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Te ārai waipuke me te purunga i runga i ō pānga whenua

Prevent flooding and blockages on your property

​Keep drains clear 

Keep drains clear of litter, debris, leaves and rubbish. 

Avoid planting near pipes. Roots may damage or block underground pipes. 

If you are building or renovating, keep sediment and construction waste away from drains. 

Our tip

Check GIS viewer first to find out where stormwater pipes are located.
To get assistance, look for a registered plumber or drainage contractor. See the Plumbers, Gasfitters and Drainlayers Board website

Add permeable areas

If you plan to landscape or build, consider adding more permeable areas [glossary term]. 

Besides lawns and grassy patches, there are pavements that absorb water. Permeable pavements have a porous surface that allows stormwater to soak through. This minimises runoff going into drains. 

Porous concrete and asphalt are good permeable paving for car parks, driveways and paths. 

Manage water flow

Be mindful of how water flows and collects on your property. Take a note of low areas where water may pool. 

Shape your driveway and other paved areas so that water flows away from your house and into a drain.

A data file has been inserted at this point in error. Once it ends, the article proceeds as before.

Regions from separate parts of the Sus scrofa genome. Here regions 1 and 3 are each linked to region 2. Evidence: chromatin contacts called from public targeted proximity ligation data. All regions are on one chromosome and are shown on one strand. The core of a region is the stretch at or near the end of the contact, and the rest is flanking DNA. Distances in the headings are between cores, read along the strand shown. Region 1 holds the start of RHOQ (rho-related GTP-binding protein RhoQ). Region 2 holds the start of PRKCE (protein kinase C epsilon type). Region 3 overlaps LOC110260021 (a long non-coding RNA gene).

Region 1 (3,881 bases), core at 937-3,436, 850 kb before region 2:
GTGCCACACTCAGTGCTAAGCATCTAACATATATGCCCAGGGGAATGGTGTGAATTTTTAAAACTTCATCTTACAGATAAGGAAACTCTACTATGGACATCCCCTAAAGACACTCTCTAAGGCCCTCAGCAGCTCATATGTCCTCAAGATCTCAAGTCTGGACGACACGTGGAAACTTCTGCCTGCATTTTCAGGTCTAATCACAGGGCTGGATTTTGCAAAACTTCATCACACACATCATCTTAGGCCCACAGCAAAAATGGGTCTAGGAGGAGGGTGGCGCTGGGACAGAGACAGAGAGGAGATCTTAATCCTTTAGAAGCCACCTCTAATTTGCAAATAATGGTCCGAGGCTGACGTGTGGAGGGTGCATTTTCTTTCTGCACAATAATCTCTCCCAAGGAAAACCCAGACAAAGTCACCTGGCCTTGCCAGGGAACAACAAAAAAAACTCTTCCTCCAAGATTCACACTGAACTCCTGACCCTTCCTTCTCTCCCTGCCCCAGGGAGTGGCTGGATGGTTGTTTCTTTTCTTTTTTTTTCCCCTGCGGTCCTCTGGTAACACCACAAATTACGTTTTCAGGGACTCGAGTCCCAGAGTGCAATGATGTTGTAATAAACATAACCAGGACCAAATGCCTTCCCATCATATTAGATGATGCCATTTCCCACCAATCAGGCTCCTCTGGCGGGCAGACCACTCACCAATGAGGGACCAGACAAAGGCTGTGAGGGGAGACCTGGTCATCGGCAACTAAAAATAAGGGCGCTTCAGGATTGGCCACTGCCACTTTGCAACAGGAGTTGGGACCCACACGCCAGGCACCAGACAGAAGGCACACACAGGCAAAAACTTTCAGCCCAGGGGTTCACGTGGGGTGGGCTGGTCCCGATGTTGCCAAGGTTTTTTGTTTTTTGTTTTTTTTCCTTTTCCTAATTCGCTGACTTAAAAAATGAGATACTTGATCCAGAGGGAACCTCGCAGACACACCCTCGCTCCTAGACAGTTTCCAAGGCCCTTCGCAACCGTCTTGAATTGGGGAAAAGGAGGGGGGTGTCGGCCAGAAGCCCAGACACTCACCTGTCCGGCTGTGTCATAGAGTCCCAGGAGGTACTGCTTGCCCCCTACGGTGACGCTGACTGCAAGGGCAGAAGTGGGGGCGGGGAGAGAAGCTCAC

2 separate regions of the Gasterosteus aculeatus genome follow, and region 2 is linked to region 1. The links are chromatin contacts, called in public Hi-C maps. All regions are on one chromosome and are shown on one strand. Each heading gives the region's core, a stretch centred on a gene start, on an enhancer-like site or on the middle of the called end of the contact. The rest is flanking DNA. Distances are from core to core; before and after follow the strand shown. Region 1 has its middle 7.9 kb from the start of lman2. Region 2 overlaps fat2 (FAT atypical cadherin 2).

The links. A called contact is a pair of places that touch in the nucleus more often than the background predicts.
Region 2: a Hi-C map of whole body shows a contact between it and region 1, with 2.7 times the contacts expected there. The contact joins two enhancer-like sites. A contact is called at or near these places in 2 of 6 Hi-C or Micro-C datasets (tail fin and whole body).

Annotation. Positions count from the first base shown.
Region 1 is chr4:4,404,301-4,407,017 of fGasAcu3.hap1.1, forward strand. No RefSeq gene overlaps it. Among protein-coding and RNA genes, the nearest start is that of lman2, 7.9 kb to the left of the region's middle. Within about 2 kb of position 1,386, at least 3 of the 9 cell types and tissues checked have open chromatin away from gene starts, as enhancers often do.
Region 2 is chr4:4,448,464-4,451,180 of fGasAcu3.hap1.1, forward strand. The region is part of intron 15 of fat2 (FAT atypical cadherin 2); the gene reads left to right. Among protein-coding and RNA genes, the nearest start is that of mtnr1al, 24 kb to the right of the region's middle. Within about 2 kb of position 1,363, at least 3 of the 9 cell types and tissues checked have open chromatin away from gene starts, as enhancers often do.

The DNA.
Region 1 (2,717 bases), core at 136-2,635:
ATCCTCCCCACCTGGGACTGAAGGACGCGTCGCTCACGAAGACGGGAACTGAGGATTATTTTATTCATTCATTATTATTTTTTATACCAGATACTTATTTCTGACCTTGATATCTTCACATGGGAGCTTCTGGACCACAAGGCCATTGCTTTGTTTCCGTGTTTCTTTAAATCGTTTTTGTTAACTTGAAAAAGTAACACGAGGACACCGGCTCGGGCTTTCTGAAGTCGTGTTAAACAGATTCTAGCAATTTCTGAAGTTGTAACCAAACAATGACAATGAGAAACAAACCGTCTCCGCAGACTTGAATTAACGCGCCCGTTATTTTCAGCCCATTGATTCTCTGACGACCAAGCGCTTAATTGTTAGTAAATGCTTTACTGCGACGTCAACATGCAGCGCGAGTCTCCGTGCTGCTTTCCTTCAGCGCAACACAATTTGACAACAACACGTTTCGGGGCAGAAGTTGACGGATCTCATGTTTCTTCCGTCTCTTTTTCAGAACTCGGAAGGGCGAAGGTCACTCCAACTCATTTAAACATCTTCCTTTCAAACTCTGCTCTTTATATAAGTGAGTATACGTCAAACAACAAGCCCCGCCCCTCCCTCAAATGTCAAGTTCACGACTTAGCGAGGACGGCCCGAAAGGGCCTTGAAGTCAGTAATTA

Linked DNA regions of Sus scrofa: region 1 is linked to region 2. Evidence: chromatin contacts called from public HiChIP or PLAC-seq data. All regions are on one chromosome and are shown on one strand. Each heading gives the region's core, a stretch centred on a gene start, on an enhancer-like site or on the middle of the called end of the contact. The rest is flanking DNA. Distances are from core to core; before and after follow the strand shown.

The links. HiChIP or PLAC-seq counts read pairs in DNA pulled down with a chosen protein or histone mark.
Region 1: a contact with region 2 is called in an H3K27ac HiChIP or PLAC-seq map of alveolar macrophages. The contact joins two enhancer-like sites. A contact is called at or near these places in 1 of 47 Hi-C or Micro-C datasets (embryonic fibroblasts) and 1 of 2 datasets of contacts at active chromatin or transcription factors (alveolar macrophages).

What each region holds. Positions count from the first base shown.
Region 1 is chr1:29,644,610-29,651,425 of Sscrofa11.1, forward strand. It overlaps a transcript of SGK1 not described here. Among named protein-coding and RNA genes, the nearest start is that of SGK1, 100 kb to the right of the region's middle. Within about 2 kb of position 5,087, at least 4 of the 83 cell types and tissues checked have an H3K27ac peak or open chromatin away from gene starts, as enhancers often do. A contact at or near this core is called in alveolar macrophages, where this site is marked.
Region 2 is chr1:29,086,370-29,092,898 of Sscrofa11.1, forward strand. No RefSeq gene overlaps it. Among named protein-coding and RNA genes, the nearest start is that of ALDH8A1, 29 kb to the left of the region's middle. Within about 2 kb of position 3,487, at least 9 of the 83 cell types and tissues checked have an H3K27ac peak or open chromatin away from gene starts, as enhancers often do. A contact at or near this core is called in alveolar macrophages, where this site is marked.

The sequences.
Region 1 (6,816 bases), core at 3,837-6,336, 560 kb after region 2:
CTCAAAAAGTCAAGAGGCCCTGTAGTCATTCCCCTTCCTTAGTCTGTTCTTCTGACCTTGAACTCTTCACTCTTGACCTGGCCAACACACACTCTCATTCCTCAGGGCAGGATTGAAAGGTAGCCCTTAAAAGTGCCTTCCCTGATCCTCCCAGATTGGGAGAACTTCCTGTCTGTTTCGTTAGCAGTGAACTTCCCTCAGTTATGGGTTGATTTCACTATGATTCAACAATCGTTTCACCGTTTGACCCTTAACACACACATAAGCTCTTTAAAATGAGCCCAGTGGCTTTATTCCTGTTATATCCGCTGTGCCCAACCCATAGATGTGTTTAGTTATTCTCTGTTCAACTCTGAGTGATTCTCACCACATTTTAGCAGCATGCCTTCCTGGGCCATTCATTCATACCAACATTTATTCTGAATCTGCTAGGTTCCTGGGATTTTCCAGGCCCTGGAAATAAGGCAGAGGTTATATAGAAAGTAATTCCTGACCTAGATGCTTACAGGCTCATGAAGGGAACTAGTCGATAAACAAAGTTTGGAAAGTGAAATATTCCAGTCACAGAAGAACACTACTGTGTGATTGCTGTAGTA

If the ground level outside your house is the same as the inside floor level you are more likely to be flooded.  Maintain a step up between the outside and inside of your house.

Do not block overland flow paths 

An overland flow path is a route that rain takes to reach waterways during heavy rainfall. When blocked, it can cause flooding in your property or onto neighbouring properties. 

Do not build fences, sheds and other structures that block overland flow paths. Raising the ground level around such paths may cause more flooding.

Our tip

Check GIS viewer for an indication of whether your property has an overland flow path.
You have to accept stormwater runoff that naturally flows onto your property. To know more, read the Stormwater Bylaw

To know more about overland flow paths and how to manage them, see Stormwater forms and guides.

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